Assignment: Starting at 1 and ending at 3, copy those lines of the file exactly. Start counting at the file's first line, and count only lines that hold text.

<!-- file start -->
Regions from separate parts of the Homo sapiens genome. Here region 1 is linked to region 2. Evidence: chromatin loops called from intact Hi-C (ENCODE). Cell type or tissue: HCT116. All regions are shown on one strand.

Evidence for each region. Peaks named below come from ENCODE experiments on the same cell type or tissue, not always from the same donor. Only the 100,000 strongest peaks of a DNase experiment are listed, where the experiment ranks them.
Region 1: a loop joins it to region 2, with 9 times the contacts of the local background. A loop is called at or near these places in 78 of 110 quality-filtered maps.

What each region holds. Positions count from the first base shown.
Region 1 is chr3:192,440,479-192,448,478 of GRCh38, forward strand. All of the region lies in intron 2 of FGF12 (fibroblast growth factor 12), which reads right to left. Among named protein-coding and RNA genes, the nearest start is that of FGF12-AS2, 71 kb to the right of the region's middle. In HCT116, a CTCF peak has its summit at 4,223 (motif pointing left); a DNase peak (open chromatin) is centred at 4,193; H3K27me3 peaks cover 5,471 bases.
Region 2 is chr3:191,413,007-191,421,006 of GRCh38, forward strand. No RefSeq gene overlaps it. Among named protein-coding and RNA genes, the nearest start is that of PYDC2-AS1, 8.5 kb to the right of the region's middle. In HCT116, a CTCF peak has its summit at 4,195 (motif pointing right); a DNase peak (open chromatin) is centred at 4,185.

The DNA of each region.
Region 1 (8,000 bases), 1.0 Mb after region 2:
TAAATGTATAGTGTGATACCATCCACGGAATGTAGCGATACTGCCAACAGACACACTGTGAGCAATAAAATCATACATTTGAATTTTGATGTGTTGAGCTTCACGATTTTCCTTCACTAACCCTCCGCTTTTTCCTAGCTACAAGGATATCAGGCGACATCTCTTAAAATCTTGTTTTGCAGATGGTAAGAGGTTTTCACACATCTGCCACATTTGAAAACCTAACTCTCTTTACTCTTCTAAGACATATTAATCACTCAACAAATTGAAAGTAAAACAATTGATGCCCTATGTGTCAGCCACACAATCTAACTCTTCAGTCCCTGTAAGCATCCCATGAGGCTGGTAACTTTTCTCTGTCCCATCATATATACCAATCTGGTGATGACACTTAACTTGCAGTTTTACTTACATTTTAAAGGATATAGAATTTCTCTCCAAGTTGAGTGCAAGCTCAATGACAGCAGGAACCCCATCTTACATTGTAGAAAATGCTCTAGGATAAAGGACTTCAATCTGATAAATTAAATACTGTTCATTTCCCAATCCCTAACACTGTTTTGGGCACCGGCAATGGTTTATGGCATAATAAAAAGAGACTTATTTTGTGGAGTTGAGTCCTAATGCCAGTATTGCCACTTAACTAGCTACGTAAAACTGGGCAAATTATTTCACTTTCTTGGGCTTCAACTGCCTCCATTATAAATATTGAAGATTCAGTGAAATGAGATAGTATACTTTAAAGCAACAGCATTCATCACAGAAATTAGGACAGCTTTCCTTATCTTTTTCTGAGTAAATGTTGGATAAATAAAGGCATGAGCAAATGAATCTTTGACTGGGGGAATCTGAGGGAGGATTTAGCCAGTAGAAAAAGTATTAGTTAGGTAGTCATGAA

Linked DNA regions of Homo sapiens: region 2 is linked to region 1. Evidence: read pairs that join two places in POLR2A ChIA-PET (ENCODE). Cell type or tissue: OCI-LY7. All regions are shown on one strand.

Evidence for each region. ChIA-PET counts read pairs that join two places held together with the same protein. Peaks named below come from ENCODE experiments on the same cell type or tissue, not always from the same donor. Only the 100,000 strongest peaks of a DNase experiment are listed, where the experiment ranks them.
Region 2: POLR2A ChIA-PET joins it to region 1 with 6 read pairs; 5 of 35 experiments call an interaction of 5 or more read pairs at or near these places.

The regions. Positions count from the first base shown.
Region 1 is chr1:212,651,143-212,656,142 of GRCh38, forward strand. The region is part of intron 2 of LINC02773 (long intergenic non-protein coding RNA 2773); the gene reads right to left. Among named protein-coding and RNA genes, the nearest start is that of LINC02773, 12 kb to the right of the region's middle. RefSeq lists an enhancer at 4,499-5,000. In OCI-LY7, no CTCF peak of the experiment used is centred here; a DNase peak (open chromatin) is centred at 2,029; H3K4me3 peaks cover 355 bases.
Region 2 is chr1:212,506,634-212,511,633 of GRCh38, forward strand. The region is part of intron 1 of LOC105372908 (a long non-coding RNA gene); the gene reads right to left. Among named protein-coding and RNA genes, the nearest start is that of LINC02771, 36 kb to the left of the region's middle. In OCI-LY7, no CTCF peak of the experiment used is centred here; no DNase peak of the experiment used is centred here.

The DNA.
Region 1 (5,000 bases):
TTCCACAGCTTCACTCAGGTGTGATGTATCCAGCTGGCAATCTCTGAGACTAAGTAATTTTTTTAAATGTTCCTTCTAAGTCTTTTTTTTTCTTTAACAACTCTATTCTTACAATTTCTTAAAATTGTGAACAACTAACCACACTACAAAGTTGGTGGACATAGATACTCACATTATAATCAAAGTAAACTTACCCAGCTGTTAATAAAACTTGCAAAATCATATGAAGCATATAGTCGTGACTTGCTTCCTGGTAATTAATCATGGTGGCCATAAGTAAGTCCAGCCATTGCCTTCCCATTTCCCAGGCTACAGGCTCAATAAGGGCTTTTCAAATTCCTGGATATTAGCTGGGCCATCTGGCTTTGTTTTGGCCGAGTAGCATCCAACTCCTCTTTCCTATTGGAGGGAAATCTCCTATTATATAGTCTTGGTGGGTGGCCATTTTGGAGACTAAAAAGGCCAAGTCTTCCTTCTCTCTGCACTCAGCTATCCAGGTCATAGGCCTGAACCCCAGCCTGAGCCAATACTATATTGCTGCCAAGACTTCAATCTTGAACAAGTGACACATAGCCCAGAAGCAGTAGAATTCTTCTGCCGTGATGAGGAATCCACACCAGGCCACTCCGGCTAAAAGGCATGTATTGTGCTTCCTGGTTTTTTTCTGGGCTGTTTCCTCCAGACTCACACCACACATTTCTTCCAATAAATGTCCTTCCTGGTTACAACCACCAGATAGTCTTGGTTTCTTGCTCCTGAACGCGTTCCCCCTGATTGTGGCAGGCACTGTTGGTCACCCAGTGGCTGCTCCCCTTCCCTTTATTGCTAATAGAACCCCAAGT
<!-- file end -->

Regions from separate parts of the Homo sapiens genome. Here region 1 is linked to region 2. Evidence: chromatin loops called from intact Hi-C (ENCODE). Cell type or tissue: HCT116. All regions are shown on one strand.

Evidence for each region. Peaks named below come from ENCODE experiments on the same cell type or tissue, not always from the same donor. Only the 100,000 strongest peaks of a DNase experiment are listed, where the experiment ranks them.
Region 1: a loop joins it to region 2, with 9 times the contacts of the local background. A loop is called at or near these places in 78 of 110 quality-filtered maps.